Rodrigues DH, Vilela MC, Barcelos LS, Pinho V, Teixeira MM, Teixeira AL. Absence of PI3Kγ leads to increased leukocyte apoptosis and diminished severity of experimental autoimmune encephalomyelitis. J Neuroimmunol. 2010;222(1–2):90–94.
Constantinescu CS, Farooqi N, O’Brien K, Gran B. Experimental autoimmune encephalomyelitis (EAE) as a model for multiple sclerosis (MS). Br J Pharmacol. 2011;164(4):1079–1106.
Hu R, Hebbar V, Kim BR, et al. In vivo pharmacokinetics and regulation of gene expression profiles by isothiocyanate sulforaphane in the rat. J Pharmacol Exp Ther. 2004;310(1):263–271.
Dinkova-Kostova AT, Holtzclaw WD, Cole RN, et al. Direct evidence that sulfhydryl groups of Keap1 are the sensors regulating induction of phase 2 enzymes that protect against carcinogens and oxidants. Proc Natl Acad Sci U S A. 2002;99(18):11908–11913.
Noseworthy JH, Lucchinetti C, Rodriguez M, Weinshenker BG. Multiple sclerosis. N Engl J Med. 2000;343(13):938–952.
Marchetti B, Pluchino S. Wnt your brain be inflamed? Yes, it Wnt! Trends Mol Med. 2013;19(3):144–156.
Kim H, Won S, Hwang DY, et al. Downregulation of Wnt/β-catenin signaling causes degeneration of hippocampal neurons in vivo. Neurobiol Aging. 2011;32(12):2316.e1–e15.
Halleskog C, Mulder J, Dahlström J, et al. Wnt signaling in activated microglia is proinflammatory. Glia. 2011;59(1):119–131.
L’Episcopo F, Tirolo C, Testa N, et al. Reactive astrocytes and Wnt/β-catenin signaling link nigrostriatal injury to repair in 1-methyl-4-phenyl-1,2,3,6-tetrahydropyridine model of Parkinson’s disease. Neurobiol Dis. 2011;41(2):508–527.
Xie C, Li Z, Zhang GX, Guan Y. Wnt signaling in remyelination in multiple sclerosis: friend or foe? Mol Neurobiol. 2014;49(3):1117–1125.
Fancy SP, Baranzini SE, Zhao C, et al. Dysregulation of the Wnt pathway inhibits timely myelination and remyelination in the mammalian CNS. Genes Dev. 2009;23(13):1571–1585.
Shimizu T, Kagawa T, Wada T, Muroyama Y, Takada S, Ikenaka K. Wnt signaling controls the timing of oligodendrocyte development in the spinal cord. Dev Biol. 2005;282(2):397–410.
Gaesser JM, Fyffe-Maricich SL. Intracellular signaling pathway regulation of myelination and remyelination in the CNS. Exp Neurol. Epub 2016 Mar 5.
Hanafy KA, Sloane JA. Regulation of remyelination in multiple sclerosis. FEBS Lett. 2011;585(23):3821–3828.
Ye F, Chen Y, Hoang T, et al. HDAC1 and HDAC2 regulate oligodendrocyte differentiation by disrupting the β-catenin-TCF interaction. Nat Neurosci. 2009;12(7):829–838.
Swafford D, Manicassamy S. Wnt signaling in dendritic cells: its role in regulation of immunity and tolerance. Discov Med. 2015;19(105):303–310.
Zorzella-Pezavento SF, Chiuso-Minicucci F, Franca TG, et al. Persistent inflammation in the CNS during chronic EAE despite local absence of IL-17 production. Mediators Inflamm. 2013;2013:519627.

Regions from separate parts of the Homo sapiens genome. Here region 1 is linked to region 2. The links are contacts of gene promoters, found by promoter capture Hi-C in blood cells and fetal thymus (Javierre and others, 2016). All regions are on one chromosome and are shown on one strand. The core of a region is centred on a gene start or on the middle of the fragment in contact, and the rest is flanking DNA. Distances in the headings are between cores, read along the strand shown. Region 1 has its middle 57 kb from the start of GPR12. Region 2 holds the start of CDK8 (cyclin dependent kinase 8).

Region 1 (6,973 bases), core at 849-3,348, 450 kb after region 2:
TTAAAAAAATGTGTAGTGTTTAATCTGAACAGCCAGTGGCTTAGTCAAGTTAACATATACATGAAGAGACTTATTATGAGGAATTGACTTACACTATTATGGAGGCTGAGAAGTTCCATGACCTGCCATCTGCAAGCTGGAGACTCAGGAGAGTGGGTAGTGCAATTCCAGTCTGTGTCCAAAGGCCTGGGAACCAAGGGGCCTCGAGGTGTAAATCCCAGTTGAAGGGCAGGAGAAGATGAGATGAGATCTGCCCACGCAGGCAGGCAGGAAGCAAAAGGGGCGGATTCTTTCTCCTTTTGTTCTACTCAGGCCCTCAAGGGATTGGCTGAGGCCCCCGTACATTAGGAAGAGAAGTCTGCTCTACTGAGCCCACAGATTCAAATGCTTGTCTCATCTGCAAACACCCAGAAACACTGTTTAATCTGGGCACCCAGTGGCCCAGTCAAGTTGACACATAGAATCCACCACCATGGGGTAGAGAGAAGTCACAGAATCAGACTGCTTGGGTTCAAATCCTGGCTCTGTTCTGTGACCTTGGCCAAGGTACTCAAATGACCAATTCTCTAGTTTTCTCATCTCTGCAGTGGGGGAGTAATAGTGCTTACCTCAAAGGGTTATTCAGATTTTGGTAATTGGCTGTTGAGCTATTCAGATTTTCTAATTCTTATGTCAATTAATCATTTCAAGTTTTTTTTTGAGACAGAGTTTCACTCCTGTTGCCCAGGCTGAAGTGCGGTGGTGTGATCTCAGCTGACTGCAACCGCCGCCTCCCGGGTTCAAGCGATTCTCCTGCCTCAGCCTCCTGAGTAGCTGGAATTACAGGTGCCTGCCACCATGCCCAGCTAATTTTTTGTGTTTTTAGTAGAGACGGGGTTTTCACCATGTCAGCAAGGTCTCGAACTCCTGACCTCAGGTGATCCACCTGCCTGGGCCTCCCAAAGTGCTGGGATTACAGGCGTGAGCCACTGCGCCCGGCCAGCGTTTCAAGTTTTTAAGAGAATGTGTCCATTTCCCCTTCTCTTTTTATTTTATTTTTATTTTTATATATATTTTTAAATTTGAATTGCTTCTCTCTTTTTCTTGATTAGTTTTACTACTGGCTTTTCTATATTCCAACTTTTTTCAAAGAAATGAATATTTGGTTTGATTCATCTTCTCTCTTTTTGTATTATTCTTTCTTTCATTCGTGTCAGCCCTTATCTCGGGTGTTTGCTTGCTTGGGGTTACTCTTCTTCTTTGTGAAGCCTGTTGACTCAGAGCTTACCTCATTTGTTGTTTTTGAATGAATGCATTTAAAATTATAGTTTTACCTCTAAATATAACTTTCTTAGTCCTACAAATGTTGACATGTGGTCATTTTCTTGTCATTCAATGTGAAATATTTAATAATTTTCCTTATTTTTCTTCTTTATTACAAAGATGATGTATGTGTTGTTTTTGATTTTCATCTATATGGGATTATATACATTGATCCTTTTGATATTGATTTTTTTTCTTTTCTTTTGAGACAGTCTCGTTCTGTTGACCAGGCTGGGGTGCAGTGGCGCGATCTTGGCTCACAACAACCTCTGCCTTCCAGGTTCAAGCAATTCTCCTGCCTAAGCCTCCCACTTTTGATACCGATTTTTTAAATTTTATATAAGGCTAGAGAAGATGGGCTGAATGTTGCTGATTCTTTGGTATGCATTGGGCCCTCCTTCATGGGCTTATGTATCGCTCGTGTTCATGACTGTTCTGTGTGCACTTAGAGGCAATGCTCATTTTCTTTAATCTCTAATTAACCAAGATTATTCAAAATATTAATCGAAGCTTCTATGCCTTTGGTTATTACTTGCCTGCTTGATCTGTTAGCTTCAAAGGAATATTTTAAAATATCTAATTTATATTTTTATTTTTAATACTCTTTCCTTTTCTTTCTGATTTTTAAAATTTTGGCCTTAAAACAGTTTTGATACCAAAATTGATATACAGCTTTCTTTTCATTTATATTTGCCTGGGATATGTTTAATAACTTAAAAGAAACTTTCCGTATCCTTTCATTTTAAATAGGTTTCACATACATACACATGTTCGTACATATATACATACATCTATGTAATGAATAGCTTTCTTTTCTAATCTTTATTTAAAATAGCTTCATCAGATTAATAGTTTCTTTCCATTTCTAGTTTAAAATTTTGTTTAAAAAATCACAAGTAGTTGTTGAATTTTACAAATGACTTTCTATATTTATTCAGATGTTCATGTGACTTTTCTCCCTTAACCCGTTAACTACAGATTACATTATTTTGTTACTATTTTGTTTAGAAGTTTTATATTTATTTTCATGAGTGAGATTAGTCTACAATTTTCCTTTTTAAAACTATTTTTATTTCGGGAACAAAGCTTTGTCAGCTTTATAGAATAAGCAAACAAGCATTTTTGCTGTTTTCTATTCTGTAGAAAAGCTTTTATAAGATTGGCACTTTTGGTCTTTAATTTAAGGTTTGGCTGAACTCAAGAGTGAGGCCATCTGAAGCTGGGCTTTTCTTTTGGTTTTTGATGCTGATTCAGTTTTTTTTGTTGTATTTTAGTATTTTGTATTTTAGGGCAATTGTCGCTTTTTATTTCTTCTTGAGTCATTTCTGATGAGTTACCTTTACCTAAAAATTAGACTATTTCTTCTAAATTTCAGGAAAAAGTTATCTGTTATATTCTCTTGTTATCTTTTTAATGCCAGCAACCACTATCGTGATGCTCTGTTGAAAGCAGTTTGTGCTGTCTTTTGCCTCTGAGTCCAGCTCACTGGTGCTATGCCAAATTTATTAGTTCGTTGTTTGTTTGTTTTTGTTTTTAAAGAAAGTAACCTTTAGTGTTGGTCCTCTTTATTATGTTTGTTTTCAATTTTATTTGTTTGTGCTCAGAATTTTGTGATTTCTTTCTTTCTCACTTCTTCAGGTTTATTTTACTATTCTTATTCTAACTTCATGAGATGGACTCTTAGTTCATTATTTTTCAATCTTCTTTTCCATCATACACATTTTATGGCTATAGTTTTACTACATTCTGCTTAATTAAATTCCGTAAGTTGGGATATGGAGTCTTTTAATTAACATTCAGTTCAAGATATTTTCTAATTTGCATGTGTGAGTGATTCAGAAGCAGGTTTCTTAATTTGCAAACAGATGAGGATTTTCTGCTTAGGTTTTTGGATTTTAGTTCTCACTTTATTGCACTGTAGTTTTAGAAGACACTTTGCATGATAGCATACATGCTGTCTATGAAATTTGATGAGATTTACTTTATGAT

Geisel J, Brück J, Glocova I, et al. Sulforaphane protects from T cell-mediated autoimmune disease by inhibition of IL-23 and IL-12 in dendritic cells. J Immunol. 2014;192(8):3530–3539.
Li B, Cui W, Liu J, et al. Sulforaphane ameliorates the development of experimental autoimmune encephalomyelitis by antagonizing oxidative stress and Th17-related inflammation in mice. Exp Neurol. 2013;250:239–249.
van Loosdregt J, Fleskens V, Tiemessen MM, et al. Canonical Wnt signaling negatively modulates regulatory T cell function. Immunity. 2013;39(2):298–310.
Staal FJ, Luis TC, Tiemessen MM. Wnt signalling in the immune system: Wnt is spreading its wings. Nat Rev Immunol. 2008;8(8):581–593.
Drew PD, Xu J, Racke MK. PPAR-γ: therapeutic potential for multiple sclerosis. PPAR Res. 2008;2008:627463.
Kaundal RK, Sharma SS. Peroxisome proliferator-activated receptor γ agonists as neuroprotective agents. Drug News Perspect. 2010;23(4):241–256.
Mrak RE, Landreth GE. PPARγ, neuroinflammation, and disease. J Neuroinflammation. 2004;1(1):5.
Ernst IM, Palani K, Esatbeyoglu T, Schwarz K, Rimbach G. Synthesis and Nrf2-inducing activity of the isothiocyanates iberverin, iberin and cheirolin. Pharmacol Res. 2013;70(1):155–162.
Rada P, Rojo AI, Evrard-Todeschi N, et al. Structural and functional characterization of Nrf2 degradation by the glycogen synthase kinase 3/β-TrCP axis. Mol Cell Biol. 2012;32(17):3486–3499.
Shang G, Tang X, Gao P, et al. Sulforaphane attenuation of experimental diabetic nephropathy involves GSK-3 β/Fyn/Nrf2 signaling pathway. J Nutr Biochem. 2015;26(6):596–606.
Rojo AI, Rada P, Egea J, Rosa AO, Lopez MG, Cuadrado A. Functional interference between glycogen synthase kinase-3 β and the transcription factor Nrf2 in protection against kainate-induced hippocampal cell death. Mol Cell Neurosci. 2008;39(1):125–132.
This work is published and licensed by Dove Medical Press Limited. The full terms of this license are available at https://www.dovepress.com/terms.php and incorporate the Creative Commons Attribution - Non Commercial (unported, v3.0) License. By accessing the work you hereby accept the Terms. Non-commercial uses of the work are permitted without any further permission from Dove Medical Press Limited, provided the work is properly attributed. For permission for commercial use of this work, please see paragraphs 4.2 and 5 of our Terms.Download Article [PDF]